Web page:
Evidence
Alert

Sharing electronic records with patients led to improved control of type two diabetes

Sharing electronic records with patients with type 2 diabetes helped them to reduce their blood sugar levels. A new analysis of pooled data from 20 studies showed that sharing records improved patients' management of their condition. Some of the studies also found that sharing records was associated with reduced anxiety, cardiac symptoms and cholesterol levels in the blood. In diabetes and across a range of other conditions, shared information improved medicines safety and often reduced people’s need to access healthcare.

Electronic care records were introduced to allow NHS patient information to be readily available no matter where they access care. However, there is no centralised exchange of information and patients do not routinely have access to their own records.

There has been significant debate over whether improving patient access to electronic care records will have health benefits. Increasing a patient’s access to their records could help them to understand and proactively manage their own health needs, but there has been little evidence to support this theory.

This review pooled data from research carried out over 20 years.

What’s the issue?

The NHS began introducing electronic care records around 15 years ago. Information is stored centrally but not routinely shared with patients in the UK.

Research carried out a decade ago found that sharing electronic care records improved patient satisfaction and communication. However, it failed to show that sharing improved outcomes. This has been used to justify patients’ lack of access to their own electronic care records.

The digital and data landscape has changed significantly since then. People are more aware of the value of their own data, and their right to control and have access to it. Smartphones and other digital devices have become widely available over the past ten years, making it easier for people to access their own records.

What’s new?

The study included randomised trials published between 1997 and 2017. The trials assessed the impact of allowing patients access to their own medical records. Patients in the studies had a range of different conditions including diabetes, cancer and high blood pressure. All studies covered at least 12 months and looked for measurable improvements in areas such as health, safety, cost-savings and time taken to access treatment. Some considered whether care responded to individual patients’ needs (patient-centred care).

Twenty studies were included in the analysis with a total of 17,387 participants. More than half (54.5%) of the studies showed some benefits.

The studies varied in the conditions the patients had, in the outcomes studied and the methods used. For most conditions, the results could not be pooled and analysed. Some effects of sharing data may therefore have been missed.  However, safety outcomes were improved for patients who had access to electronic healthcare records, including medicines safety.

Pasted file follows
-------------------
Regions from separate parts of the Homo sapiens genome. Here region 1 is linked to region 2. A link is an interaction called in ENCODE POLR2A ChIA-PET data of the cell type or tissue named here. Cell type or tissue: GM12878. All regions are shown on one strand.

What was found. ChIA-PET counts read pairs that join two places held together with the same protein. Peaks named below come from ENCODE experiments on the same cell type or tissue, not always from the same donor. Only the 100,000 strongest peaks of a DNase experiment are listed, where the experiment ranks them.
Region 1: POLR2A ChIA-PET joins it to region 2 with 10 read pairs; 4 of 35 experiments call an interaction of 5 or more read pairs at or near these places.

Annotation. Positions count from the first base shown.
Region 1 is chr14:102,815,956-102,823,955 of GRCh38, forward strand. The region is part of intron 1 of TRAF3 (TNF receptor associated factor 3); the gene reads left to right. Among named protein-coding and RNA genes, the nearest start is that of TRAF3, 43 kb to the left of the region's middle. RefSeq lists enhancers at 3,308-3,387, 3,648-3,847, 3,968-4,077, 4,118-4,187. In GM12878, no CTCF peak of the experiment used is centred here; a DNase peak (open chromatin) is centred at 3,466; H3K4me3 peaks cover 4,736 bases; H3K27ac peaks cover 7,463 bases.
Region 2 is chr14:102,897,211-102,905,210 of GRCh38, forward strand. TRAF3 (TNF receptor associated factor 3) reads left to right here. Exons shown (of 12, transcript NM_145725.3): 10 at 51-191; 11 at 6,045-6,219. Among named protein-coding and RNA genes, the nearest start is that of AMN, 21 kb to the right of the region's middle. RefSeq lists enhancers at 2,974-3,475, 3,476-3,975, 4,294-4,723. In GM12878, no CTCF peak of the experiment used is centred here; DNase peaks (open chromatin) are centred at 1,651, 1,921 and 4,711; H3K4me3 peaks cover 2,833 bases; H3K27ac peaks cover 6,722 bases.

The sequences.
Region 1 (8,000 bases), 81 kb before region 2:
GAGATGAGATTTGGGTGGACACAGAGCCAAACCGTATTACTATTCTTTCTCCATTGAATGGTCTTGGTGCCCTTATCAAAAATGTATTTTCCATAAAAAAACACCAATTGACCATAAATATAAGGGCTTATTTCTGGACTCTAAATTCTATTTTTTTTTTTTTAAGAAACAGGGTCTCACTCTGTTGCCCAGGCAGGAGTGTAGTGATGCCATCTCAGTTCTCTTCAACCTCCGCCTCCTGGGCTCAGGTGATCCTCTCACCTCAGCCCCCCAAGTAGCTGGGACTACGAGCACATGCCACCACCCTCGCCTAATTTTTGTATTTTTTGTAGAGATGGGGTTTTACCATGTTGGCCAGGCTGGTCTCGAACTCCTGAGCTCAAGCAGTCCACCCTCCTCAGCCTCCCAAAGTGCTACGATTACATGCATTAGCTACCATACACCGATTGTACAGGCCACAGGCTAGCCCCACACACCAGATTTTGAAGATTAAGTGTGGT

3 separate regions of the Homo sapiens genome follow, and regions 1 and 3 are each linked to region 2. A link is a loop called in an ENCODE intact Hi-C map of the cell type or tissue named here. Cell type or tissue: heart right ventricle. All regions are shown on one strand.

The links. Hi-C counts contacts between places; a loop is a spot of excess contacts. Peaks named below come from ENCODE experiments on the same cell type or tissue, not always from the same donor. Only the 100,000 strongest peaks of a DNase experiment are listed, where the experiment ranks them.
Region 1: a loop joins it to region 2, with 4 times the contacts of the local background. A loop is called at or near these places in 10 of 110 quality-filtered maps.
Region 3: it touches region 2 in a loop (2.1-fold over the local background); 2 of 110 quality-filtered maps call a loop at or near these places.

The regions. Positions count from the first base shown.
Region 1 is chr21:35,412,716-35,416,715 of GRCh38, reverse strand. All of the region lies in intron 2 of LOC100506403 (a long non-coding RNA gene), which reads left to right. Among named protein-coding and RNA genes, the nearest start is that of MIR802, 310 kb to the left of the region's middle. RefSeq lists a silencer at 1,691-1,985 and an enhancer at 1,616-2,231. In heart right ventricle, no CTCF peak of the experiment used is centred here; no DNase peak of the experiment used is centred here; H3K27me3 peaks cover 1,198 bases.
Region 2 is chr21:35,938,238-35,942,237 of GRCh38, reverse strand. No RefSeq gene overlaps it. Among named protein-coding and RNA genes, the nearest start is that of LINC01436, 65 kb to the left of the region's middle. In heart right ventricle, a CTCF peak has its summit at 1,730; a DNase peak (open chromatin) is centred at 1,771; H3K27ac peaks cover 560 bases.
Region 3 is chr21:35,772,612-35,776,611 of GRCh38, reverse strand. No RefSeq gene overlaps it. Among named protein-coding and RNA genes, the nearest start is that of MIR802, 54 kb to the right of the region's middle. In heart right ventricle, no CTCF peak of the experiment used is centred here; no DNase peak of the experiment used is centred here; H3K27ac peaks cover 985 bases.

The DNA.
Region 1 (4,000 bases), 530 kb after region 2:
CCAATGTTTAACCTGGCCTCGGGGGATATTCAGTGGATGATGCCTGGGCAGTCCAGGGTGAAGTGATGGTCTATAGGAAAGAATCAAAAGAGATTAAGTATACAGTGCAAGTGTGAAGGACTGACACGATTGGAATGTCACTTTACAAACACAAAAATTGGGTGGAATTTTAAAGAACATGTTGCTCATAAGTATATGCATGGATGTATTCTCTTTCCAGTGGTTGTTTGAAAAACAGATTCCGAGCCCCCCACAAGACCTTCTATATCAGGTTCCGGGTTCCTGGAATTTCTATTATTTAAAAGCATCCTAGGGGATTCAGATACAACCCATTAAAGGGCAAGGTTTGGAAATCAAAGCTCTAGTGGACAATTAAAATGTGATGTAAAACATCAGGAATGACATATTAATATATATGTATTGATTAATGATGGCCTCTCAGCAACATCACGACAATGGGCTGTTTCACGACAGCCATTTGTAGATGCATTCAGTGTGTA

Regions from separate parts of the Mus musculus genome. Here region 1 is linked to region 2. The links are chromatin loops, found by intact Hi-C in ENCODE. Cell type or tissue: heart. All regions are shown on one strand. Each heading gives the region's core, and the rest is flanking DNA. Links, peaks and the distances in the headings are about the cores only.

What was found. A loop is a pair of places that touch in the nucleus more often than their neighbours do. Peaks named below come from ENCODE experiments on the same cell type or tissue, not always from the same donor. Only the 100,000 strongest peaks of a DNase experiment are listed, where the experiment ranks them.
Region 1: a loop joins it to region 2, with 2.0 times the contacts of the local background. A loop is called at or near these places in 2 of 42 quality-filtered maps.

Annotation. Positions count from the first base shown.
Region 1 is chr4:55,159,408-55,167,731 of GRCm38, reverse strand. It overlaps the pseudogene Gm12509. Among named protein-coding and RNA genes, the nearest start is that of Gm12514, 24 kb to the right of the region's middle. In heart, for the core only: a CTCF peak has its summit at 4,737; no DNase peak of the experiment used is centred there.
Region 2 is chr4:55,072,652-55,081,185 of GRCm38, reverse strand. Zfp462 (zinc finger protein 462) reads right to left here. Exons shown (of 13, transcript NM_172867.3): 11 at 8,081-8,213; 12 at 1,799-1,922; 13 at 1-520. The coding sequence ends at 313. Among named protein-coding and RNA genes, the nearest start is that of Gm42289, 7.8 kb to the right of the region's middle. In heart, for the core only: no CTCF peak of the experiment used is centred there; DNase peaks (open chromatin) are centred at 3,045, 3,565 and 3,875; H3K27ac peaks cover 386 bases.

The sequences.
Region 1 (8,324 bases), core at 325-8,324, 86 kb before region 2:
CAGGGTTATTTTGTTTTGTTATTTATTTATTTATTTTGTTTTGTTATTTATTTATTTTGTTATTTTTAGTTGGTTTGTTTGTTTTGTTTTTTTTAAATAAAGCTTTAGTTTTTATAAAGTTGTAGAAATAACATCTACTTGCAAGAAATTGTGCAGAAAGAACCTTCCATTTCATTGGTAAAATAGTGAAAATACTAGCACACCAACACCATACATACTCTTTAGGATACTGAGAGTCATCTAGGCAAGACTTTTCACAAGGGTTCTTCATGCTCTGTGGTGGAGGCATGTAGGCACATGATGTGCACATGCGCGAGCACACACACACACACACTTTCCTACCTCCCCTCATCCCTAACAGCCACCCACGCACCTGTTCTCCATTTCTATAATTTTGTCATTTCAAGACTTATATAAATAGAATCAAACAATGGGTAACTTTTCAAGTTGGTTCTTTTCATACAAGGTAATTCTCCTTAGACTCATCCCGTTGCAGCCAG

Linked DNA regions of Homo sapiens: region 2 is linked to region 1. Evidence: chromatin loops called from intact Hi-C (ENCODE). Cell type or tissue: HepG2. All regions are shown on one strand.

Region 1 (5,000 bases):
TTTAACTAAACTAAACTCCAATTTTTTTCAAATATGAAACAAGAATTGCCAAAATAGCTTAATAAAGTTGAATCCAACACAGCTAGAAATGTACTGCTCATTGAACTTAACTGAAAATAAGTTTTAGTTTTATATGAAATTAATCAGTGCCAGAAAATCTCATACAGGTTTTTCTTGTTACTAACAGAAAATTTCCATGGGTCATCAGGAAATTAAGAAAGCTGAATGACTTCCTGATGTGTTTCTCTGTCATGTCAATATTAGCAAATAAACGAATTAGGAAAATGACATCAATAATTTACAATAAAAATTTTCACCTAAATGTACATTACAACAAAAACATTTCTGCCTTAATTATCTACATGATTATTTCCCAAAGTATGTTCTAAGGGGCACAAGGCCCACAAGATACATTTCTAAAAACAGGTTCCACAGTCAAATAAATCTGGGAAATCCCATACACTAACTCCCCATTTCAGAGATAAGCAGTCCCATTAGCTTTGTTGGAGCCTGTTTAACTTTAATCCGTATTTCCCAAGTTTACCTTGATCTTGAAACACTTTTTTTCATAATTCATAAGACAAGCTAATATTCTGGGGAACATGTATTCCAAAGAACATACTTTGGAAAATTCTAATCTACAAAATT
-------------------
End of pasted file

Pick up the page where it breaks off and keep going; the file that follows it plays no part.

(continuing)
Researchers also found that most studies found either a reduction in how often patients accessed healthcare, or no change.

In diabetes, multiple studies reported in similar ways, and these results could be pooled. The analysis found that sharing care records with diabetic patients was effective in reducing blood sugar. This is a major predictor of death in type 2 diabetes. A few studies also indicated a positive effect on anxiety, cardiac symptoms and cholesterol levels in the blood.

Why is this important?

This review brings research into sharing of electronic care records with patients up to date, and concludes that there are benefits to sharing access with patients.

It flags the need for standardisation of the way patients access electronic care records. Future studies need to use standard methods so that results can be pooled and compared directly.

What’s next?

Much of the research available is into records shared via online patient portals which allow patients to log in to a website to access information. This study suggests that work could be done to optimise access and the user experience.

You may be interested to read

The full paper: Neves AL and others. Impact of providing patients access to electronic health records on quality and safety of care: a systematic review and meta-analysis. BMJ Quality and Safety. 2020;0:1-14.

An editorial on this paper discusses its implications: Sarkar U and Lyles C. Devil in the details: understanding the effects of providing electronic health record access to patients and families. BMJ Quality and Safety. 2020.

Funding

This work is supported by the NIHR Imperial Patient Safety Translation Research Centre and NIHR Imperial Biomedical Research Centre.

Commentaries

Study author

This study reinforces observational research on portal use for diabetes care. It shows how 20 years of evidence seem to support the role of sharing electronic healthcare records with patients to improve patient safety, and potentially patient-centredness too.

Ana Luisa Neves, Research Fellow in Clinical Analytics and Patient Safety, Imperial College, London

Patient support group volunteer

The context and presentation of information are of prime importance. A bald summary of test results do not mean much or have lasting impact for most lay people. But easily understood test results, comparing a patient to someone without diabetes, can have a big impact.

One of the biggest hurdles in type 2 diabetes is that most people show only minor symptoms or complications until it is too late. Anything that proves to them that, even with well-controlled, no complication diabetes, they have a different reaction to sugar compared to someone without diabetes, can have a huge impact. It can change their attitude to the disease and their motivation for controlling it.

Diane Munday, St Albans

Conflict of interest

None.